This essay discusses Kant and Hegel’s philosophies of action and the place of action within the general structure of their practical philosophy. We begin by briefly noting a few things that both unite and distinguish the two philosophers. In the sections that follow, we consider these and their corollaries in more detail. In so doing, we map their differences against those suggested by more standard readings that treat their accounts of action as less central to their practical philosophy. Section 2 discusses some central Kantian concepts (Freedom, Willkür, Wille, and Moral Law). In Section 3, we take a closer look at the distinction between internal and external action, as found in Kant’s philosophy of morality and legality. In Section 4, we turn to Hegel and his distinctions between abstract right (legality), morality, and ethical life, as well as the location of his account of action within his overall theory of morality. We discuss the distinction between Handlung and Tat, and non-imputable consequences. The overall aims of our essay are to shed light on some puzzles in Kant and Hegel’s conceptions and to examine where their exact disputes lie without taking a stand on which philosophy is ultimately the most satisfactory.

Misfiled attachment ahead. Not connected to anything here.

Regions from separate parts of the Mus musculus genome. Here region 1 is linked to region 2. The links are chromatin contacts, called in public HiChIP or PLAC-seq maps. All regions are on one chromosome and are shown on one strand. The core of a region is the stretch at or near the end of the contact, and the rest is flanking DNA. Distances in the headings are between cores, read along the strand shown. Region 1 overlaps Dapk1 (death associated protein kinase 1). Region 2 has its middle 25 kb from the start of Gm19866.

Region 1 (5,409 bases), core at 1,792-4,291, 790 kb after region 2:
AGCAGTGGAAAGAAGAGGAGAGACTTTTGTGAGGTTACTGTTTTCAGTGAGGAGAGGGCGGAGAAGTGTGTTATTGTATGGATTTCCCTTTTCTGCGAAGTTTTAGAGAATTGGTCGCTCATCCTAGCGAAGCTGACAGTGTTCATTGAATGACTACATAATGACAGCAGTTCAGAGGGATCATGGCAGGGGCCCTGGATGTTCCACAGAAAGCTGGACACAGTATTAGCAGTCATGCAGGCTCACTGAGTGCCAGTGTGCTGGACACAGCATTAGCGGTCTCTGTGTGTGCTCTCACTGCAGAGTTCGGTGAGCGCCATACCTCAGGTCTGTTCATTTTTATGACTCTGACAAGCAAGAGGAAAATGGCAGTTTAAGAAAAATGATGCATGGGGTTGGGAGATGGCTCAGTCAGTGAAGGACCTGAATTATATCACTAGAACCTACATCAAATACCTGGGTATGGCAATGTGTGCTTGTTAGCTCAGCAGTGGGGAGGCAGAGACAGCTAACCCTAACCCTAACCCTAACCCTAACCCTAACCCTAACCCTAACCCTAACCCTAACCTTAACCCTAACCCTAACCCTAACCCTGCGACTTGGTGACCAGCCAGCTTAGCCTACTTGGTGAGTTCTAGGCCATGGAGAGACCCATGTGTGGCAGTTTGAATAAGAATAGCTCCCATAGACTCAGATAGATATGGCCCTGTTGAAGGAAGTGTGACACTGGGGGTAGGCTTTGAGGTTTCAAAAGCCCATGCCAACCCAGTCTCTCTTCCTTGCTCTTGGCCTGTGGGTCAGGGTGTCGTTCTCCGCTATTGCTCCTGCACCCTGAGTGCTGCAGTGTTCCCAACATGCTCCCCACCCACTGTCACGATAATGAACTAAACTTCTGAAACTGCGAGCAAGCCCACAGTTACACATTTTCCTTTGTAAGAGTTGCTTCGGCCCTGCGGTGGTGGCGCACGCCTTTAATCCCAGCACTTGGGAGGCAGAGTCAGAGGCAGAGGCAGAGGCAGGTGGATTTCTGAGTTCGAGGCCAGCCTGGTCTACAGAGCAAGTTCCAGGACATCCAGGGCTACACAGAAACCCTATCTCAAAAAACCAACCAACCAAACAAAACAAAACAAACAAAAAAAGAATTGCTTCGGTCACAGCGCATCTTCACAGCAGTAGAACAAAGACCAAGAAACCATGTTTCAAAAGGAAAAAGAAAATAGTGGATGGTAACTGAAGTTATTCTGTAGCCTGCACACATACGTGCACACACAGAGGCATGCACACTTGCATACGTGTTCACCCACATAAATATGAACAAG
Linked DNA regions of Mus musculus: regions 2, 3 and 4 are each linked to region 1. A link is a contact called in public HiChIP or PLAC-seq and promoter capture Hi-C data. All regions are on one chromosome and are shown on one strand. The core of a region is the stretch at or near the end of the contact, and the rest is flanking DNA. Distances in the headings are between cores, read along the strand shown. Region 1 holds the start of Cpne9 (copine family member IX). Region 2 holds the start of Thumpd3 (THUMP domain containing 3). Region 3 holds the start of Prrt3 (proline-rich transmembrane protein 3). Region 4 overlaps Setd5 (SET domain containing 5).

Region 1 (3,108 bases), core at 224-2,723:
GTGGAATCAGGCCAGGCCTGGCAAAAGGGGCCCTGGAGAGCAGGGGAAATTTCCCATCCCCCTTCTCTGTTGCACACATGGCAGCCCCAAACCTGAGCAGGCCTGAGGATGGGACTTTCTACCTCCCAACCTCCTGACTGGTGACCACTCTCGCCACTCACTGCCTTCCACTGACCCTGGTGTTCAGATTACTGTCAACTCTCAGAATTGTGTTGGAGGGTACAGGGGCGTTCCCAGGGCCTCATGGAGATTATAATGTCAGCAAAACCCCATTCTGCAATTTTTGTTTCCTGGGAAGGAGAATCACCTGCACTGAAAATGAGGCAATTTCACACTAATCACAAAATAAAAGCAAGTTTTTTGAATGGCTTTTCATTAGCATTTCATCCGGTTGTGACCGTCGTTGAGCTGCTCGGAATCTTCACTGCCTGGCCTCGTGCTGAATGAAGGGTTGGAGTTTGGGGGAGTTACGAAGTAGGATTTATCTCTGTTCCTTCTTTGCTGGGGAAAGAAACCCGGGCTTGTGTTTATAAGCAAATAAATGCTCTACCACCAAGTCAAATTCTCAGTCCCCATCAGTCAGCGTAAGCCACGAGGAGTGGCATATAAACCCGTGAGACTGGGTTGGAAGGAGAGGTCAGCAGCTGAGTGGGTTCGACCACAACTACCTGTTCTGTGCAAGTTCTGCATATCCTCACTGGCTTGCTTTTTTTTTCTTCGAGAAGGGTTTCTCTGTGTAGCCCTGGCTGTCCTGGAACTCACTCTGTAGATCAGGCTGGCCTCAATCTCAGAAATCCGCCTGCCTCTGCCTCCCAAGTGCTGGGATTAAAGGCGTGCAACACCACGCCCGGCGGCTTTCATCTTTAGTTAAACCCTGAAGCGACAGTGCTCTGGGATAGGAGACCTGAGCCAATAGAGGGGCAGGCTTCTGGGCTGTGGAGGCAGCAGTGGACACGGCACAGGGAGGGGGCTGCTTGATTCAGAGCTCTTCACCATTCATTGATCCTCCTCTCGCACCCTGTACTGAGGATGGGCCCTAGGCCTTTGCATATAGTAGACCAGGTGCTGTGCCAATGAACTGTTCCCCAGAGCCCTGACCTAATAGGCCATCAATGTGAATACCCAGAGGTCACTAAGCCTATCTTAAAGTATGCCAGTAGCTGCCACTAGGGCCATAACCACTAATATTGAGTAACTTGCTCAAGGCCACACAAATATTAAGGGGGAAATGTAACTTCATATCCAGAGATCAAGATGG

- moral law